Franz LISZT (1811 – 1886) The Complete Songs – 3
Gerald Finley (bass-baritone) Julius Drake (piano)
rec. All Saints’ Church, East Finchley, London, 2013
Sung texts with English translations enclosed HYPERION CDA67956 [71:07]
Hyperion has made a speciality of complete cycles of great
Lieder composers' works. The starting point was the mammoth
Schubert cycle supervised and masterminded by Graham Johnson and
several other series have followed suit. They don’t rush but let
things develop at a manageable pace. The first disc of the seven-CD
Richard Strauss cycle was reviewed at MusicWeb International by Terry
Barfoot in May 2005, and the last disc I reviewed in July 2015. The
Liszt cycle started in February 2010 and I had the honour to review
volume 1 in March the following year (review).
Volume 2 followed a year later, reviewed this time by John France in
August 2012 (review).
Both discs were highly regarded.
After tenor Matthew Polenzani and mezzo-soprano Angelica Kirchschlager
we get bass-baritone Gerald Finley in volume 3. Here is another important
song interpreter who seems ideally suited to the songs he – or
Hyperion – has chosen. He recently issued a highly successful
Winterreise, also with Julius Drake at the piano. The Schubert
cycle is probably the Everest of the Lieder repertoire, which requires
so much of the singer – not only vocally but also interpretatively.
But the Liszt songs are also demanding, so diverse in styles and languages.
In the present volume there are songs in German, Italian, French and
a single song in English: a setting of Tennyson. Finley is an excellent
linguist – almost a necessity today for those on the international
opera circuit – and his enunciation of the text is beyond criticism
– an absolute necessity for a Lieder singer. He has a naturally
beautiful voice, and even though he is today well past 50 there are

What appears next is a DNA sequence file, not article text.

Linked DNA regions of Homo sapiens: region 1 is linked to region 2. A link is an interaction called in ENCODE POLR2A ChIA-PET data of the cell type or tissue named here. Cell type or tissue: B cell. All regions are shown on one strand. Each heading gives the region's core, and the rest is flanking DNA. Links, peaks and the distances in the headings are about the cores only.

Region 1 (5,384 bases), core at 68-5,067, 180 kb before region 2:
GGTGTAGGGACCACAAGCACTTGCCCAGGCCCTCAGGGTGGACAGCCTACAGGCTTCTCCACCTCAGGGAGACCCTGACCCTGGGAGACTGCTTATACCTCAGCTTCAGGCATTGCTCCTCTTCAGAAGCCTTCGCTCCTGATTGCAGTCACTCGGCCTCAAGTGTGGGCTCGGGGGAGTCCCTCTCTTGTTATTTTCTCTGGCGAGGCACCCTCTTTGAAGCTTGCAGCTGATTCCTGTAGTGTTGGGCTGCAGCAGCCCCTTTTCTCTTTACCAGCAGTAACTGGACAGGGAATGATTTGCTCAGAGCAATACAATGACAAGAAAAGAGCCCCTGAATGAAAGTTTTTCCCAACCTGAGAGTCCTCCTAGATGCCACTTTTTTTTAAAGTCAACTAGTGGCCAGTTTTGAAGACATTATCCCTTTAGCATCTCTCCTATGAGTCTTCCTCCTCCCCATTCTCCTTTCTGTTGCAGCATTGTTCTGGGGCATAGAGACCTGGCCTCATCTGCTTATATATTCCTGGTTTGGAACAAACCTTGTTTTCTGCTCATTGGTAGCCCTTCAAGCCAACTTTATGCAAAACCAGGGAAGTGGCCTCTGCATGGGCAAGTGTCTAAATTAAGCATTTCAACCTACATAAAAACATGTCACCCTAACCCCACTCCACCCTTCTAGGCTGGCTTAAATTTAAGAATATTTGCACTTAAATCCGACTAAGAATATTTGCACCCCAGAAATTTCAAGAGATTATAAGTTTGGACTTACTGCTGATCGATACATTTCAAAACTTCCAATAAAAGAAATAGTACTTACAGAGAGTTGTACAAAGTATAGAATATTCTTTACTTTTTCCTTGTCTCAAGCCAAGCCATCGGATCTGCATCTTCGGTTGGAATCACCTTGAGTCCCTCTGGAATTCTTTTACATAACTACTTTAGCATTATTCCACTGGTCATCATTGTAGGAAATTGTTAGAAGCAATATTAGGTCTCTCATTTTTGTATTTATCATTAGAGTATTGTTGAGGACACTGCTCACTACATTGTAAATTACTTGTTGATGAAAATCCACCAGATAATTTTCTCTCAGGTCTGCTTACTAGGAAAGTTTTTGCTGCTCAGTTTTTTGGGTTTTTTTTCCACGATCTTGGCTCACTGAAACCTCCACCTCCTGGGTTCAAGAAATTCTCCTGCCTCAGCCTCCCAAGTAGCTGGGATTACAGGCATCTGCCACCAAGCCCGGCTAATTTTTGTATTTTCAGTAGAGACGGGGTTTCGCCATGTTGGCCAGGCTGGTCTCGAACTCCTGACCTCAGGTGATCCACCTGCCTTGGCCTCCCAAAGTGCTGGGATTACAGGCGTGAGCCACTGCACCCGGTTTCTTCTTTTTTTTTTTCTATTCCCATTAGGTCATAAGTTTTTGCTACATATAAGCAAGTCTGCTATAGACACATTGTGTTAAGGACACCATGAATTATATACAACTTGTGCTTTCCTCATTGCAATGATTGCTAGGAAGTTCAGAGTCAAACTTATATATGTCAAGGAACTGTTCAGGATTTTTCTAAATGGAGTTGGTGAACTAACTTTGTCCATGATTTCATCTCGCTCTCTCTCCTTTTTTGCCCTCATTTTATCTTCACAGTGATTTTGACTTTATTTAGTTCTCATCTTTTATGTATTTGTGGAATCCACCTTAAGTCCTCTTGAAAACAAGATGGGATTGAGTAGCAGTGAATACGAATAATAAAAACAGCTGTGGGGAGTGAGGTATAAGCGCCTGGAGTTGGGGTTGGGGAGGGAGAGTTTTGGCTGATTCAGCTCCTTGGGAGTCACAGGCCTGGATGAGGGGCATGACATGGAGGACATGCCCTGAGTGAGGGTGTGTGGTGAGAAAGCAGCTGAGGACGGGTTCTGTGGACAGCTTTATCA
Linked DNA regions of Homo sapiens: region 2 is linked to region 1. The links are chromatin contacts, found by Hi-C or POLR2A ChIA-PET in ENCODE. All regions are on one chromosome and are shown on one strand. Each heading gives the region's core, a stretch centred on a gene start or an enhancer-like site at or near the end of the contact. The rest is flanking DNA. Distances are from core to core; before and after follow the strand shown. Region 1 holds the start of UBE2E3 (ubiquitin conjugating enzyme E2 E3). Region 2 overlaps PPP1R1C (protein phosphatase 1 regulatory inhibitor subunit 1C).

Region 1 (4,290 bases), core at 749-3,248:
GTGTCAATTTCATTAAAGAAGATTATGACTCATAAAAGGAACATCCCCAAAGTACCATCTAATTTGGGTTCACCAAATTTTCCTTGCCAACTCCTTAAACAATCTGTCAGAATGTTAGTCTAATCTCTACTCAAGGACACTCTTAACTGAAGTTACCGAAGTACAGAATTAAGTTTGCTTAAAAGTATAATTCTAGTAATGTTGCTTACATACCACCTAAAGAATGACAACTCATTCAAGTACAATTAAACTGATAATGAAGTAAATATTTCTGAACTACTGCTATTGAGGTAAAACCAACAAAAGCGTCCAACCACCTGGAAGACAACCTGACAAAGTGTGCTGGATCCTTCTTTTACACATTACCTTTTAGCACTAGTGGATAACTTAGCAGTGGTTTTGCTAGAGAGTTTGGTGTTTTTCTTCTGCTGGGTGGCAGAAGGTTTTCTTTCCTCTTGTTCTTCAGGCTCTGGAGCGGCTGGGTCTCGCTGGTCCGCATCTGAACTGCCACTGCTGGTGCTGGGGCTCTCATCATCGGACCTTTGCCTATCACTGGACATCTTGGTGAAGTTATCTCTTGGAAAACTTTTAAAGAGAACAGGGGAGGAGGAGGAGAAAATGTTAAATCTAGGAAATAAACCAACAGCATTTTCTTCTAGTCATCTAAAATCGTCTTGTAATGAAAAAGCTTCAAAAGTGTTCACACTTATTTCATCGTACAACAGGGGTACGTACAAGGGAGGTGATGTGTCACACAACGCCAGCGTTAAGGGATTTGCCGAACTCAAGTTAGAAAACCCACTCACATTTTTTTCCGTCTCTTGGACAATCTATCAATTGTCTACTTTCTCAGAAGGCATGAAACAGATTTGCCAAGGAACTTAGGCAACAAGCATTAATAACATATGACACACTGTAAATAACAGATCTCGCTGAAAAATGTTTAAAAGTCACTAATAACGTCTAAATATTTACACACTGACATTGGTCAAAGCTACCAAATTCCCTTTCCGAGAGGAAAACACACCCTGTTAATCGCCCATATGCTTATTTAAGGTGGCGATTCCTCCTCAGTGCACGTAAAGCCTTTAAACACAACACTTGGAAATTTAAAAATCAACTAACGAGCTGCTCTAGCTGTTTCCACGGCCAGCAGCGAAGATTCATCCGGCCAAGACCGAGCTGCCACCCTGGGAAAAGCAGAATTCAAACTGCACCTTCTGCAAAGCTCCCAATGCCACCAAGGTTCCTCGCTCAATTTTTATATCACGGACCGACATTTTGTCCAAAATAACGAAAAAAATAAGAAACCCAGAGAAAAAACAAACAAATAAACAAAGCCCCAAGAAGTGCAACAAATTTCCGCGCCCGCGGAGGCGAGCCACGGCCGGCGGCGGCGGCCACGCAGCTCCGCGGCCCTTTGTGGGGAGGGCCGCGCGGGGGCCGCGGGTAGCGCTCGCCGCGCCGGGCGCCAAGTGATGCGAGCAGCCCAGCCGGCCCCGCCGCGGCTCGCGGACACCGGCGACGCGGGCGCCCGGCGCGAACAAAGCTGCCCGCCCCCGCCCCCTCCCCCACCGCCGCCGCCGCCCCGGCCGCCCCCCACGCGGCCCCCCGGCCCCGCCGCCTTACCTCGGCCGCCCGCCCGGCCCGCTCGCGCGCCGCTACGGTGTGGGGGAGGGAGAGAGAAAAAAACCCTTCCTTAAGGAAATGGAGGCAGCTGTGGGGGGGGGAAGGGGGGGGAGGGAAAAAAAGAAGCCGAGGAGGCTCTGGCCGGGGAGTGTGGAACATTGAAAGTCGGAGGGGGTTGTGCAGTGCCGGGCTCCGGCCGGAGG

no detectable blemishes – in spite of his taking on some really
heavy roles. He has sung Hans Sachs for instance. A beautiful voice
is in itself good but no guarantee of its possessor being a good Lieder
singer. In fact Gerald Finley knows exactly how to use it to achieve
the effects he wants. He can spin a thin thread of tone at pianissimo
while still maintaining a firm grip on the text. On the other hand he
can fill the recording venue or the concert hall/opera house with a
wealth of rich and powerful baritone sonorities to match even Hans Hotter.
He can express authority as well as vulnerability with the same ease.
The first three songs to texts by Heine are among his best and are rather
well known. They also illustrate the problem with Liszt’s songs
– if it is a problem – that he was an inveterate reviser
and re-starter. Among his seventy-plus songs a great number exist in
several versions and some in more than one setting. Morgens steh’
ich auf und frage (tr. 1) is here presented in its third version
and Anfangs wollt’ ich fast verzagen (tr. 3) in its fourth
version, while this setting of Ein Fichtenbaum (tr. 2) is the
second one. Often they differ quite a lot but it is not necessarily
the case that one version is an improvement on another. It is more a
change of aesthetics. One of the interesting things about following
this series is the possibility of comparing versions. It would have
been easier if the various versions of a specific song had been on adjacent
tracks. As it is one has to jump from one disc to another. For pedagogical
reasons the ideal layout of a complete cycle would be to present the
songs in strictly chronological order, and where several versions exist